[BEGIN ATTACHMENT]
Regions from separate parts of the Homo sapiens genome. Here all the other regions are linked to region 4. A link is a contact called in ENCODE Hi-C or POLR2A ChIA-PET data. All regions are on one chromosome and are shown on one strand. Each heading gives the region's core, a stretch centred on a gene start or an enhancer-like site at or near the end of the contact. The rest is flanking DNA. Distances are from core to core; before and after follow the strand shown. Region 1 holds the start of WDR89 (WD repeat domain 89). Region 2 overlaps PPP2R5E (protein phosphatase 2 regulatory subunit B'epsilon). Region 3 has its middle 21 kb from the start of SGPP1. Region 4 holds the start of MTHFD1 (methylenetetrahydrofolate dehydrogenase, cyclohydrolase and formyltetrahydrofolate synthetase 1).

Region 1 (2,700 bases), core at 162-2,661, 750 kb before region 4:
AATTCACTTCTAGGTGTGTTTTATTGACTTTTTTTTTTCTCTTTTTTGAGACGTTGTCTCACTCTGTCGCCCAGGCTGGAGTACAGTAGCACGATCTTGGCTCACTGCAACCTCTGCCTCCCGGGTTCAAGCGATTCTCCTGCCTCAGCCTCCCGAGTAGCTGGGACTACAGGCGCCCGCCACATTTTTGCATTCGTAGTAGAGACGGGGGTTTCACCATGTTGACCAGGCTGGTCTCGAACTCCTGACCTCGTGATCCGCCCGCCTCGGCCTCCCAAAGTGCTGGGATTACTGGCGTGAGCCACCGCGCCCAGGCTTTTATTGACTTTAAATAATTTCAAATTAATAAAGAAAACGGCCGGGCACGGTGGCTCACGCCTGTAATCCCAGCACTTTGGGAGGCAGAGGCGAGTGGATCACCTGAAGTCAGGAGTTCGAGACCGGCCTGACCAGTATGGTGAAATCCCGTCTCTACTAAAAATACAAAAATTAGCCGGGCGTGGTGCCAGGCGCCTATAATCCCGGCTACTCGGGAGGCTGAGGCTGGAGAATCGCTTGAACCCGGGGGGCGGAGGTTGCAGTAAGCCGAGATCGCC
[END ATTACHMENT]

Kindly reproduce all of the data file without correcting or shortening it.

Regions from separate parts of the Homo sapiens genome. Here all the other regions are linked to region 4. A link is a contact called in ENCODE Hi-C or POLR2A ChIA-PET data. All regions are on one chromosome and are shown on one strand. Each heading gives the region's core, a stretch centred on a gene start or an enhancer-like site at or near the end of the contact. The rest is flanking DNA. Distances are from core to core; before and after follow the strand shown. Region 1 holds the start of WDR89 (WD repeat domain 89). Region 2 overlaps PPP2R5E (protein phosphatase 2 regulatory subunit B'epsilon). Region 3 has its middle 21 kb from the start of SGPP1. Region 4 holds the start of MTHFD1 (methylenetetrahydrofolate dehydrogenase, cyclohydrolase and formyltetrahydrofolate synthetase 1).

Region 1 (2,700 bases), core at 162-2,661, 750 kb before region 4:
AATTCACTTCTAGGTGTGTTTTATTGACTTTTTTTTTTCTCTTTTTTGAGACGTTGTCTCACTCTGTCGCCCAGGCTGGAGTACAGTAGCACGATCTTGGCTCACTGCAACCTCTGCCTCCCGGGTTCAAGCGATTCTCCTGCCTCAGCCTCCCGAGTAGCTGGGACTACAGGCGCCCGCCACATTTTTGCATTCGTAGTAGAGACGGGGGTTTCACCATGTTGACCAGGCTGGTCTCGAACTCCTGACCTCGTGATCCGCCCGCCTCGGCCTCCCAAAGTGCTGGGATTACTGGCGTGAGCCACCGCGCCCAGGCTTTTATTGACTTTAAATAATTTCAAATTAATAAAGAAAACGGCCGGGCACGGTGGCTCACGCCTGTAATCCCAGCACTTTGGGAGGCAGAGGCGAGTGGATCACCTGAAGTCAGGAGTTCGAGACCGGCCTGACCAGTATGGTGAAATCCCGTCTCTACTAAAAATACAAAAATTAGCCGGGCGTGGTGCCAGGCGCCTATAATCCCGGCTACTCGGGAGGCTGAGGCTGGAGAATCGCTTGAACCCGGGGGGCGGAGGTTGCAGTAAGCCGAGATCGCC